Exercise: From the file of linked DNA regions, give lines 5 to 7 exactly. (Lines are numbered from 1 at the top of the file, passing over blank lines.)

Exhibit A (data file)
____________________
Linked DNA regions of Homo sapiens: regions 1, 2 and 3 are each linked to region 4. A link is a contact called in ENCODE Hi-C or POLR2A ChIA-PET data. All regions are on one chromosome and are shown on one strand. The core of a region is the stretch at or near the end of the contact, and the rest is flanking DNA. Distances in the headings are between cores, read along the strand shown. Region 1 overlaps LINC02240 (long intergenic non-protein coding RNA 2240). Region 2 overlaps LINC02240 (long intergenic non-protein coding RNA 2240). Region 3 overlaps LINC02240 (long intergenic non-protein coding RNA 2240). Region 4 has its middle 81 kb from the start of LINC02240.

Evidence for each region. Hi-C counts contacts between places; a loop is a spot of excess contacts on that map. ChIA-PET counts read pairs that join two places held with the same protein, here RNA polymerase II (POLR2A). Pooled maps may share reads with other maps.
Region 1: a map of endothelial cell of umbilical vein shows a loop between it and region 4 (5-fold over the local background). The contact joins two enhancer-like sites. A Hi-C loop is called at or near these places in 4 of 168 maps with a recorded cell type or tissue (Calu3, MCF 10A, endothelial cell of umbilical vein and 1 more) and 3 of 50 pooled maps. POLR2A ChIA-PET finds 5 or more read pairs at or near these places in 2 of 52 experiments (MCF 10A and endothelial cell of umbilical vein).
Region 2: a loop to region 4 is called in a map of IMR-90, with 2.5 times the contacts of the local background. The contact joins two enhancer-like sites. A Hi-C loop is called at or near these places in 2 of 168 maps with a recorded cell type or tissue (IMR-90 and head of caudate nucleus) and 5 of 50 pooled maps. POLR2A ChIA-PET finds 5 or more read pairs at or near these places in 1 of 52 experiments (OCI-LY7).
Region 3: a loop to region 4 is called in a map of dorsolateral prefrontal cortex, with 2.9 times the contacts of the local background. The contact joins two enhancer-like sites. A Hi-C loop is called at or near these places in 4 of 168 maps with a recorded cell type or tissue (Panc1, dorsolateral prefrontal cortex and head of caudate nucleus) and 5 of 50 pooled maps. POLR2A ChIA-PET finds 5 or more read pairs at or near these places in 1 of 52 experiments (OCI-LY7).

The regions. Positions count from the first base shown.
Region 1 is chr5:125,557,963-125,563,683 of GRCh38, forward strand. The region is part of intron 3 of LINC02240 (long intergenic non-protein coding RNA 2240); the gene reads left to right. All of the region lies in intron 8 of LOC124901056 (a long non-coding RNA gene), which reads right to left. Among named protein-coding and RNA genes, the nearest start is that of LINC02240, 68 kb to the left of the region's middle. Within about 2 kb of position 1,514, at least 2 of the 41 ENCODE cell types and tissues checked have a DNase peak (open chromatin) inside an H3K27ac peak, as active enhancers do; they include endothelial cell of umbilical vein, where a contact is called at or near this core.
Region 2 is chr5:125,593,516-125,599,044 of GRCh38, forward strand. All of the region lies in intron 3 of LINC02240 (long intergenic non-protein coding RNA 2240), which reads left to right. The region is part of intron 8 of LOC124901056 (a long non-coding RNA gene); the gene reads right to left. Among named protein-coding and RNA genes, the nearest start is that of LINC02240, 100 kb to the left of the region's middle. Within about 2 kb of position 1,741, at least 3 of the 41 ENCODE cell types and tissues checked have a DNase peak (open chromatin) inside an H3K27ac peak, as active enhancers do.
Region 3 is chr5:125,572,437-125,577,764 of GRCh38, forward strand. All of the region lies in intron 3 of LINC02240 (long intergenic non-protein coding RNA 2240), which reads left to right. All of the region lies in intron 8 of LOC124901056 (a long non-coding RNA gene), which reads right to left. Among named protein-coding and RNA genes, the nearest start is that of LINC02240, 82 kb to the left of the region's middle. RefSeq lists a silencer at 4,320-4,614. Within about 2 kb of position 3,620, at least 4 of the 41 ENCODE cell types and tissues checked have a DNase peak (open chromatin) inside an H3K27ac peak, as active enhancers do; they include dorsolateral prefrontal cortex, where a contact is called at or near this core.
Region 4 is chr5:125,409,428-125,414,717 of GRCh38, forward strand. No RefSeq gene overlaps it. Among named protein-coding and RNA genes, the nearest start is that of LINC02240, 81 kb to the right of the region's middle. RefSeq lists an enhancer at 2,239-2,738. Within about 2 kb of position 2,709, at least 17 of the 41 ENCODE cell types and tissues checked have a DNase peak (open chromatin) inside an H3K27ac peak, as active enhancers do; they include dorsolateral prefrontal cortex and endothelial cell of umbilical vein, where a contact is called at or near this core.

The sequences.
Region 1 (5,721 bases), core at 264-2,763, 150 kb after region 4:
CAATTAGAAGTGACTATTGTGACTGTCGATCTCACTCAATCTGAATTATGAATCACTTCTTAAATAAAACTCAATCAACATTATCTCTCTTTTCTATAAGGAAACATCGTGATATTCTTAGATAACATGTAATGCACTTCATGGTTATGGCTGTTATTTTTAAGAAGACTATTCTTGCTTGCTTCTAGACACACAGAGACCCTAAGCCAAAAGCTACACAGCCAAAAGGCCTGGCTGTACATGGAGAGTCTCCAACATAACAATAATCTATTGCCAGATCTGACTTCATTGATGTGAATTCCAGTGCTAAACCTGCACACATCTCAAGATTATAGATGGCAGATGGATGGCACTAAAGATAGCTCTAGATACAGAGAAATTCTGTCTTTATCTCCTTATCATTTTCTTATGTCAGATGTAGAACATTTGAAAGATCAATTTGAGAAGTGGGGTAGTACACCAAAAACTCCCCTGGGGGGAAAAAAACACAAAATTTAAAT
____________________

Region 3: a loop to region 4 is called in a map of dorsolateral prefrontal cortex, with 2.9 times the contacts of the local background. The contact joins two enhancer-like sites. A Hi-C loop is called at or near these places in 4 of 168 maps with a recorded cell type or tissue (Panc1, dorsolateral prefrontal cortex and head of caudate nucleus) and 5 of 50 pooled maps. POLR2A ChIA-PET finds 5 or more read pairs at or near these places in 1 of 52 experiments (OCI-LY7).

The regions. Positions count from the first base shown.
Region 1 is chr5:125,557,963-125,563,683 of GRCh38, forward strand. The region is part of intron 3 of LINC02240 (long intergenic non-protein coding RNA 2240); the gene reads left to right. All of the region lies in intron 8 of LOC124901056 (a long non-coding RNA gene), which reads right to left. Among named protein-coding and RNA genes, the nearest start is that of LINC02240, 68 kb to the left of the region's middle. Within about 2 kb of position 1,514, at least 2 of the 41 ENCODE cell types and tissues checked have a DNase peak (open chromatin) inside an H3K27ac peak, as active enhancers do; they include endothelial cell of umbilical vein, where a contact is called at or near this core.